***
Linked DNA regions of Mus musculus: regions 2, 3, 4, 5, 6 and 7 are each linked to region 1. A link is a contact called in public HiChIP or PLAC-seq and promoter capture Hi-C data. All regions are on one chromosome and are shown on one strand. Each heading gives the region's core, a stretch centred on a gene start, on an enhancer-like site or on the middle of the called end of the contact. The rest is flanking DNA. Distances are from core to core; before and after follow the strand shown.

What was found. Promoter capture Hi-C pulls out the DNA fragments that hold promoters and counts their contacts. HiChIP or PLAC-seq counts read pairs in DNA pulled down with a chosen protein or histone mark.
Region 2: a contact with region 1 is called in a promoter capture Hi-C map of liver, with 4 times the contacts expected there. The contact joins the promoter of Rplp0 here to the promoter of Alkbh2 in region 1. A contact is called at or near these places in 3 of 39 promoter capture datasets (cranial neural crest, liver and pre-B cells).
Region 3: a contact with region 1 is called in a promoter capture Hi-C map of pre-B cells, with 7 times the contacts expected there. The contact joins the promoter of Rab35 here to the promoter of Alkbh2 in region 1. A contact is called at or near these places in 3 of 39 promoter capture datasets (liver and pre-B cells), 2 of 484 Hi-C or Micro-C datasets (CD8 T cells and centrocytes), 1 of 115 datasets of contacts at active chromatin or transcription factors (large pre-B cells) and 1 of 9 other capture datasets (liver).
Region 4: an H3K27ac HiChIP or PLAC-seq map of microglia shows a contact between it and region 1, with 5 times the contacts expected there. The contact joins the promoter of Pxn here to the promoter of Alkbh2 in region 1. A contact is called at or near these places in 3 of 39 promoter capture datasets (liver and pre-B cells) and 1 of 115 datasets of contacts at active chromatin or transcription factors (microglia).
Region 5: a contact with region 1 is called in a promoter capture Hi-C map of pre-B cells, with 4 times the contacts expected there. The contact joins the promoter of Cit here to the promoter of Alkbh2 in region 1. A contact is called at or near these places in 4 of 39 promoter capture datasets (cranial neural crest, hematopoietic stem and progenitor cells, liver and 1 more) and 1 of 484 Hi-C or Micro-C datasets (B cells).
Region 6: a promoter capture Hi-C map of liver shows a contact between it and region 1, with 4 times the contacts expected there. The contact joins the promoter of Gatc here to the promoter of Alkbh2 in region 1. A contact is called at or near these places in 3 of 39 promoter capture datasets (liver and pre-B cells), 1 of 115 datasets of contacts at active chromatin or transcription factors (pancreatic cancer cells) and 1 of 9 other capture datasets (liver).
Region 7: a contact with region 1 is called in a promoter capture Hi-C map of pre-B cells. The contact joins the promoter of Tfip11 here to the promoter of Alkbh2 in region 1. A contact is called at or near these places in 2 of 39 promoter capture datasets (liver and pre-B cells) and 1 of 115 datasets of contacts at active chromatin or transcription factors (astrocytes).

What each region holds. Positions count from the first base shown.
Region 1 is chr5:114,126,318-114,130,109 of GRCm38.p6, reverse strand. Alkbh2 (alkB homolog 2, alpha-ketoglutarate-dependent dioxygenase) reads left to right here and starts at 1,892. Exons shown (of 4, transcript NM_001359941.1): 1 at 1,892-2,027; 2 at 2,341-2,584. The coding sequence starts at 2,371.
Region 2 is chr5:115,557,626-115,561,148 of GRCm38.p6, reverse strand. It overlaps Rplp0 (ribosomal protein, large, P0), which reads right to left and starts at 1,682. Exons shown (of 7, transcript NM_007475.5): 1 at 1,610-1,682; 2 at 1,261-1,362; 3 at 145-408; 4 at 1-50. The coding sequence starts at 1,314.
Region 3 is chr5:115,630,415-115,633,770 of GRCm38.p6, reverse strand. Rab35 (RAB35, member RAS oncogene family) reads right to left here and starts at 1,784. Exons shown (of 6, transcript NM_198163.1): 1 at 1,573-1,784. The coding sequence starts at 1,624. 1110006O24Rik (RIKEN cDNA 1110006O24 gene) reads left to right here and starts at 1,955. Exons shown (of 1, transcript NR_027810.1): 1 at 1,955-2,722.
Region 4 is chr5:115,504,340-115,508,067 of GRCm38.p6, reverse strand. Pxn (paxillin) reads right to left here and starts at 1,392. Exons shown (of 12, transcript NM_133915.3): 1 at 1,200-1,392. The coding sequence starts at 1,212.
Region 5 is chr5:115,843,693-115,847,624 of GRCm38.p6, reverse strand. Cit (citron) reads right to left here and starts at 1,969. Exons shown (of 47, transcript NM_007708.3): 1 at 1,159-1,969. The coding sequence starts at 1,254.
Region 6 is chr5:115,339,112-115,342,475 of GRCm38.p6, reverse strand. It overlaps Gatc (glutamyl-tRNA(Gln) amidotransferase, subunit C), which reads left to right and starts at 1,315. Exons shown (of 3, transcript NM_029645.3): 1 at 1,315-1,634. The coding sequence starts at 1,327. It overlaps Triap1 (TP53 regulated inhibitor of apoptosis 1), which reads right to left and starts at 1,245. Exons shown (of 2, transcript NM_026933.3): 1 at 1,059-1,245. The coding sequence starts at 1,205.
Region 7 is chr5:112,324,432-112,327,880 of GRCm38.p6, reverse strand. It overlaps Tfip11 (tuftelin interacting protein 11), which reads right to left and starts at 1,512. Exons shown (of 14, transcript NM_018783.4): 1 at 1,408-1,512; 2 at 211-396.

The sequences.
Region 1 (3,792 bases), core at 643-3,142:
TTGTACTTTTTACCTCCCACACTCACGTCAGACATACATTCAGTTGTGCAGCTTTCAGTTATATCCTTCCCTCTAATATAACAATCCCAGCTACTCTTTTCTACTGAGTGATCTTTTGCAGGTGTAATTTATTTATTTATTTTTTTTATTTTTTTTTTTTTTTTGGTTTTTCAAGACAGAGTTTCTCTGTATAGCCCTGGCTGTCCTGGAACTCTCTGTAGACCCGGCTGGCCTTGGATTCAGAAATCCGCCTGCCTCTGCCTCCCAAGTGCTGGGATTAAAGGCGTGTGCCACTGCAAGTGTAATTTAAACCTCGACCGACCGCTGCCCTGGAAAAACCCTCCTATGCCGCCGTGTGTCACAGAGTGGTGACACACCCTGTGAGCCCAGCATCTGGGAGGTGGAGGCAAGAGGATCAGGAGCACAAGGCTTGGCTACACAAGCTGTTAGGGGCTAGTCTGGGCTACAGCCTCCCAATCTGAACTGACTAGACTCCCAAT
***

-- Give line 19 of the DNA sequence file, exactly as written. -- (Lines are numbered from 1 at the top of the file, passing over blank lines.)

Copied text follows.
TTGTACTTTTTACCTCCCACACTCACGTCAGACATACATTCAGTTGTGCAGCTTTCAGTTATATCCTTCCCTCTAATATAACAATCCCAGCTACTCTTTTCTACTGAGTGATCTTTTGCAGGTGTAATTTATTTATTTATTTTTTTTATTTTTTTTTTTTTTTTGGTTTTTCAAGACAGAGTTTCTCTGTATAGCCCTGGCTGTCCTGGAACTCTCTGTAGACCCGGCTGGCCTTGGATTCAGAAATCCGCCTGCCTCTGCCTCCCAAGTGCTGGGATTAAAGGCGTGTGCCACTGCAAGTGTAATTTAAACCTCGACCGACCGCTGCCCTGGAAAAACCCTCCTATGCCGCCGTGTGTCACAGAGTGGTGACACACCCTGTGAGCCCAGCATCTGGGAGGTGGAGGCAAGAGGATCAGGAGCACAAGGCTTGGCTACACAAGCTGTTAGGGGCTAGTCTGGGCTACAGCCTCCCAATCTGAACTGACTAGACTCCCAAT